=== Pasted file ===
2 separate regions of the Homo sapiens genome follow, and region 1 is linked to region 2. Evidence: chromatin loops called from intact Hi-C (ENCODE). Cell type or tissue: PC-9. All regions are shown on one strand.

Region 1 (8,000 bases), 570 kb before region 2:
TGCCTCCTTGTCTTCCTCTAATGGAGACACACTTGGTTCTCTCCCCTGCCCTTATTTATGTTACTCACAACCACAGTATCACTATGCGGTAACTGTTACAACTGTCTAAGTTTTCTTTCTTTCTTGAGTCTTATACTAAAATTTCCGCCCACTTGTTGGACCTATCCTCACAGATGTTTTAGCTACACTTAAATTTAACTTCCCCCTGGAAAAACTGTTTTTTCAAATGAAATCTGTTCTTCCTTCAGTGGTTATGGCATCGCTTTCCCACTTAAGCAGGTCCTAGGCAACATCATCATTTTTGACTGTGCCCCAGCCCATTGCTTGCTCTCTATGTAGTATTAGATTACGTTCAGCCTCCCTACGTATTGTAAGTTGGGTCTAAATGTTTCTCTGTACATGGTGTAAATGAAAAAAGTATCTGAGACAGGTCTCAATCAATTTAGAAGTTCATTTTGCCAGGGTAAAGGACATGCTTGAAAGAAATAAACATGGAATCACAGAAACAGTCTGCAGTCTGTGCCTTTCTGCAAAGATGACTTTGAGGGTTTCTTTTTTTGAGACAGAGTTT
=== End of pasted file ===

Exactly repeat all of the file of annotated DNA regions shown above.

2 separate regions of the Homo sapiens genome follow, and region 1 is linked to region 2. Evidence: chromatin loops called from intact Hi-C (ENCODE). Cell type or tissue: PC-9. All regions are shown on one strand.

Region 1 (8,000 bases), 570 kb before region 2:
TGCCTCCTTGTCTTCCTCTAATGGAGACACACTTGGTTCTCTCCCCTGCCCTTATTTATGTTACTCACAACCACAGTATCACTATGCGGTAACTGTTACAACTGTCTAAGTTTTCTTTCTTTCTTGAGTCTTATACTAAAATTTCCGCCCACTTGTTGGACCTATCCTCACAGATGTTTTAGCTACACTTAAATTTAACTTCCCCCTGGAAAAACTGTTTTTTCAAATGAAATCTGTTCTTCCTTCAGTGGTTATGGCATCGCTTTCCCACTTAAGCAGGTCCTAGGCAACATCATCATTTTTGACTGTGCCCCAGCCCATTGCTTGCTCTCTATGTAGTATTAGATTACGTTCAGCCTCCCTACGTATTGTAAGTTGGGTCTAAATGTTTCTCTGTACATGGTGTAAATGAAAAAAGTATCTGAGACAGGTCTCAATCAATTTAGAAGTTCATTTTGCCAGGGTAAAGGACATGCTTGAAAGAAATAAACATGGAATCACAGAAACAGTCTGCAGTCTGTGCCTTTCTGCAAAGATGACTTTGAGGGTTTCTTTTTTTGAGACAGAGTTT